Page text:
Here’s the thing: ‘You are not pizza’

I’m not much of a sun worshiper, but I sure have missed it. If you’re like me when the sun comes out, you sit on the back porch in 50 degree weather for as long as your skin will handle it while the kids play outside and try not to get grossed out by bugs.

Alaskans are kind of big wimps about bugs. When I went to a church camp in Texas there was a cricket that chirped and I screamed while two locals stared at me. I was like, “Alaska is too cold, so there’s not a lot of bugs.” Then I walked away knowing my street cred just plummeted.

It’s in the same category as when you’re in 70 degree weather in Nevada and they tell you the swimming pool is closed for winter. What. Are you talking about. Am I right?! So I fully expect antsy Alaskans to go overboard with sunburns when summer starts to make an appearance.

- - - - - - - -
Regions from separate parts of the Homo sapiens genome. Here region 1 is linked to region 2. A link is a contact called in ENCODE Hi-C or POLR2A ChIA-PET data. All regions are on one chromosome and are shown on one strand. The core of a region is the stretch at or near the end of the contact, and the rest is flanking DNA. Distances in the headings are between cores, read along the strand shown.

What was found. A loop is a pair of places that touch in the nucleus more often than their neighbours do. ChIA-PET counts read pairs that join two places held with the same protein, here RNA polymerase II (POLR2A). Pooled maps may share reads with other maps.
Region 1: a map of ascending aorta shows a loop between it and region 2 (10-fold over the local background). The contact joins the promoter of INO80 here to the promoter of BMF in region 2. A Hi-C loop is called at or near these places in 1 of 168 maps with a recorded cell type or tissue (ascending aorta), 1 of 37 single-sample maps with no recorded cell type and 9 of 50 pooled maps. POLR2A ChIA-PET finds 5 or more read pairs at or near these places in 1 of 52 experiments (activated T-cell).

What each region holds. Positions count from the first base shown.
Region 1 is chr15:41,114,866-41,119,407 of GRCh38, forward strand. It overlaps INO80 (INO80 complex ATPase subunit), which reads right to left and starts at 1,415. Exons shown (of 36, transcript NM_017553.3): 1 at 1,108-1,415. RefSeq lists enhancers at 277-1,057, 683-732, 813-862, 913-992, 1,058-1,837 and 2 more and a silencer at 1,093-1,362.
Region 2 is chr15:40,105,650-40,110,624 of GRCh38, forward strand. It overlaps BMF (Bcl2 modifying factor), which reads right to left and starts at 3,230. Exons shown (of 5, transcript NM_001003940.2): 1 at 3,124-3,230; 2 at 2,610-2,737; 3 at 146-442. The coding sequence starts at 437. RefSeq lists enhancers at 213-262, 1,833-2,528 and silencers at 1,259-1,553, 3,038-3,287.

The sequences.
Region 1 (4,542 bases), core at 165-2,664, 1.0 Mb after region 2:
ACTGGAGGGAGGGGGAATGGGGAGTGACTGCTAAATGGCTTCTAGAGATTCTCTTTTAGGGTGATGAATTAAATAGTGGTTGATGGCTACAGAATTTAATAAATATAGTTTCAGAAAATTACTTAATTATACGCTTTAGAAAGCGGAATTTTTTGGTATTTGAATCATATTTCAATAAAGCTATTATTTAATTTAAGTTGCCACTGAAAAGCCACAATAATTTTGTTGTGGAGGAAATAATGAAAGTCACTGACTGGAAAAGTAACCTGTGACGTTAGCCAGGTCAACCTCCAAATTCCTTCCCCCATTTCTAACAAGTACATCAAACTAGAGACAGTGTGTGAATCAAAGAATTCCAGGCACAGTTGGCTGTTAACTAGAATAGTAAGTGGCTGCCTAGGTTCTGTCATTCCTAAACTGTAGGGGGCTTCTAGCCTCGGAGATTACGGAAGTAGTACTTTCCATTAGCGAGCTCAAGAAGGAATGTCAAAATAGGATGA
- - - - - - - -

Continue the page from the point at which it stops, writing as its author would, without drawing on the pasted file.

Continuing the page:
I think every person in my life has gone somewhere warm this winter, while I’ve stayed home pretending not to cry every night. If we go to Hawaii during winter, someone might have to drag my sandy, clawing hands off of the beach. Just thinking about it makes me feel like I could use less mosquitoes and more mojitos. Especially this time of year where having a hayfield for a yard and a muddy spring time car stands out more than usual.

And of course, the end-of-school chaos that sneaks up on you. As a parent, you get phone calls, emails, and paperwork galore. Then you feel like you can’t forget any of it. My brain is so full that I’ll stand in front of the fruits and veggies at the store and feel like I really have to really commit to what I want. The kids always eat the good stuff, so I might have to hide the blackberries behind the milk and then try not to forget about it.